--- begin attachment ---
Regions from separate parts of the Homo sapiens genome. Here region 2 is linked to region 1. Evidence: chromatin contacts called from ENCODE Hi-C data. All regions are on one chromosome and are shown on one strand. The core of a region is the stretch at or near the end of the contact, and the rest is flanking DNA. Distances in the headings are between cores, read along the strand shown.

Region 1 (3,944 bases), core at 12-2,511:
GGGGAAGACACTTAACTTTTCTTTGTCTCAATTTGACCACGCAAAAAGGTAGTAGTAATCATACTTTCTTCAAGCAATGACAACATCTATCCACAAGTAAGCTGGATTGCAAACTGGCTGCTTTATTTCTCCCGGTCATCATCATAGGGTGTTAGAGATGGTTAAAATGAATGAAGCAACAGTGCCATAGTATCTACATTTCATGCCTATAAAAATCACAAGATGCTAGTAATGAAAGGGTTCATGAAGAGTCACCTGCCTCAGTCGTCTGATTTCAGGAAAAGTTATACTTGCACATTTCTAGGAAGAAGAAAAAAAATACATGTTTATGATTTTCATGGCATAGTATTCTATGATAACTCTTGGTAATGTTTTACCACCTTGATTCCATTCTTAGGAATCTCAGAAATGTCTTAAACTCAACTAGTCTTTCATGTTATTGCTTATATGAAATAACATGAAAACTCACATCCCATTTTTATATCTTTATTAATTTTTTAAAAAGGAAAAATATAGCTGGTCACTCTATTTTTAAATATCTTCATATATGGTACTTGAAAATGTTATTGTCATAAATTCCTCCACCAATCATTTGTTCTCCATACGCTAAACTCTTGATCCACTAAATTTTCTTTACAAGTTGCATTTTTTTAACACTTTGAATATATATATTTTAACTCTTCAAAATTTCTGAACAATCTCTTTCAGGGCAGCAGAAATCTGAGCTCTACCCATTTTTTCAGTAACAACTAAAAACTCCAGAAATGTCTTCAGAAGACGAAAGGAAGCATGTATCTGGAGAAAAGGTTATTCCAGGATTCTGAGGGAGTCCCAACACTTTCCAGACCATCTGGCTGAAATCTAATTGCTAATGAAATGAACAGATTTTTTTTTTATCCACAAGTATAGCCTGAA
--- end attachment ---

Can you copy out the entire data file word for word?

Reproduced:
Regions from separate parts of the Homo sapiens genome. Here region 2 is linked to region 1. Evidence: chromatin contacts called from ENCODE Hi-C data. All regions are on one chromosome and are shown on one strand. The core of a region is the stretch at or near the end of the contact, and the rest is flanking DNA. Distances in the headings are between cores, read along the strand shown.

Region 1 (3,944 bases), core at 12-2,511:
GGGGAAGACACTTAACTTTTCTTTGTCTCAATTTGACCACGCAAAAAGGTAGTAGTAATCATACTTTCTTCAAGCAATGACAACATCTATCCACAAGTAAGCTGGATTGCAAACTGGCTGCTTTATTTCTCCCGGTCATCATCATAGGGTGTTAGAGATGGTTAAAATGAATGAAGCAACAGTGCCATAGTATCTACATTTCATGCCTATAAAAATCACAAGATGCTAGTAATGAAAGGGTTCATGAAGAGTCACCTGCCTCAGTCGTCTGATTTCAGGAAAAGTTATACTTGCACATTTCTAGGAAGAAGAAAAAAAATACATGTTTATGATTTTCATGGCATAGTATTCTATGATAACTCTTGGTAATGTTTTACCACCTTGATTCCATTCTTAGGAATCTCAGAAATGTCTTAAACTCAACTAGTCTTTCATGTTATTGCTTATATGAAATAACATGAAAACTCACATCCCATTTTTATATCTTTATTAATTTTTTAAAAAGGAAAAATATAGCTGGTCACTCTATTTTTAAATATCTTCATATATGGTACTTGAAAATGTTATTGTCATAAATTCCTCCACCAATCATTTGTTCTCCATACGCTAAACTCTTGATCCACTAAATTTTCTTTACAAGTTGCATTTTTTTAACACTTTGAATATATATATTTTAACTCTTCAAAATTTCTGAACAATCTCTTTCAGGGCAGCAGAAATCTGAGCTCTACCCATTTTTTCAGTAACAACTAAAAACTCCAGAAATGTCTTCAGAAGACGAAAGGAAGCATGTATCTGGAGAAAAGGTTATTCCAGGATTCTGAGGGAGTCCCAACACTTTCCAGACCATCTGGCTGAAATCTAATTGCTAATGAAATGAACAGATTTTTTTTTTATCCACAAGTATAGCCTGAA